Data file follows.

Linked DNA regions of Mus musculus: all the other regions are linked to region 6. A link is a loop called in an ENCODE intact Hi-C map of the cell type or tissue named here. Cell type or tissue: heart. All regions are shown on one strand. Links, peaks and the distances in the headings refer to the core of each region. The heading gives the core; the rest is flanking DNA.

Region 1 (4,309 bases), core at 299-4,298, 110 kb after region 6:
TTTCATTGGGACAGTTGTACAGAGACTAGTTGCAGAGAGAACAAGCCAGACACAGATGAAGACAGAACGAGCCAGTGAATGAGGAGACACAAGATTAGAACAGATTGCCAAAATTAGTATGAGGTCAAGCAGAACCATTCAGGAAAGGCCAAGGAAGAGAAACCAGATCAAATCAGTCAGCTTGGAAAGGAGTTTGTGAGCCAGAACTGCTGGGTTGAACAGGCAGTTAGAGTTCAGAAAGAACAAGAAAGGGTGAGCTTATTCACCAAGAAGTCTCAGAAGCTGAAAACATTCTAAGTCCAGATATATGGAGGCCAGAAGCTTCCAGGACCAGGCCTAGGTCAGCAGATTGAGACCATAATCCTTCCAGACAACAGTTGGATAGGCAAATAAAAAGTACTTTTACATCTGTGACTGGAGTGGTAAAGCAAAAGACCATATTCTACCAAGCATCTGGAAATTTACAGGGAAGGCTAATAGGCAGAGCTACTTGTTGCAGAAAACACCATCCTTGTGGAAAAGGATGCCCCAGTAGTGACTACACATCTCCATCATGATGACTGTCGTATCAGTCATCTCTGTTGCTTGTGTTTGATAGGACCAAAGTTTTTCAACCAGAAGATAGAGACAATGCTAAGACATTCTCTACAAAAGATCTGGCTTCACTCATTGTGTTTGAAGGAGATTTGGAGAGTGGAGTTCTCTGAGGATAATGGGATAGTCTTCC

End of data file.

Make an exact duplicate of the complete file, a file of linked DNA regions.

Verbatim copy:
Linked DNA regions of Mus musculus: all the other regions are linked to region 6. A link is a loop called in an ENCODE intact Hi-C map of the cell type or tissue named here. Cell type or tissue: heart. All regions are shown on one strand. Links, peaks and the distances in the headings refer to the core of each region. The heading gives the core; the rest is flanking DNA.

Region 1 (4,309 bases), core at 299-4,298, 110 kb after region 6:
TTTCATTGGGACAGTTGTACAGAGACTAGTTGCAGAGAGAACAAGCCAGACACAGATGAAGACAGAACGAGCCAGTGAATGAGGAGACACAAGATTAGAACAGATTGCCAAAATTAGTATGAGGTCAAGCAGAACCATTCAGGAAAGGCCAAGGAAGAGAAACCAGATCAAATCAGTCAGCTTGGAAAGGAGTTTGTGAGCCAGAACTGCTGGGTTGAACAGGCAGTTAGAGTTCAGAAAGAACAAGAAAGGGTGAGCTTATTCACCAAGAAGTCTCAGAAGCTGAAAACATTCTAAGTCCAGATATATGGAGGCCAGAAGCTTCCAGGACCAGGCCTAGGTCAGCAGATTGAGACCATAATCCTTCCAGACAACAGTTGGATAGGCAAATAAAAAGTACTTTTACATCTGTGACTGGAGTGGTAAAGCAAAAGACCATATTCTACCAAGCATCTGGAAATTTACAGGGAAGGCTAATAGGCAGAGCTACTTGTTGCAGAAAACACCATCCTTGTGGAAAAGGATGCCCCAGTAGTGACTACACATCTCCATCATGATGACTGTCGTATCAGTCATCTCTGTTGCTTGTGTTTGATAGGACCAAAGTTTTTCAACCAGAAGATAGAGACAATGCTAAGACATTCTCTACAAAAGATCTGGCTTCACTCATTGTGTTTGAAGGAGATTTGGAGAGTGGAGTTCTCTGAGGATAATGGGATAGTCTTCC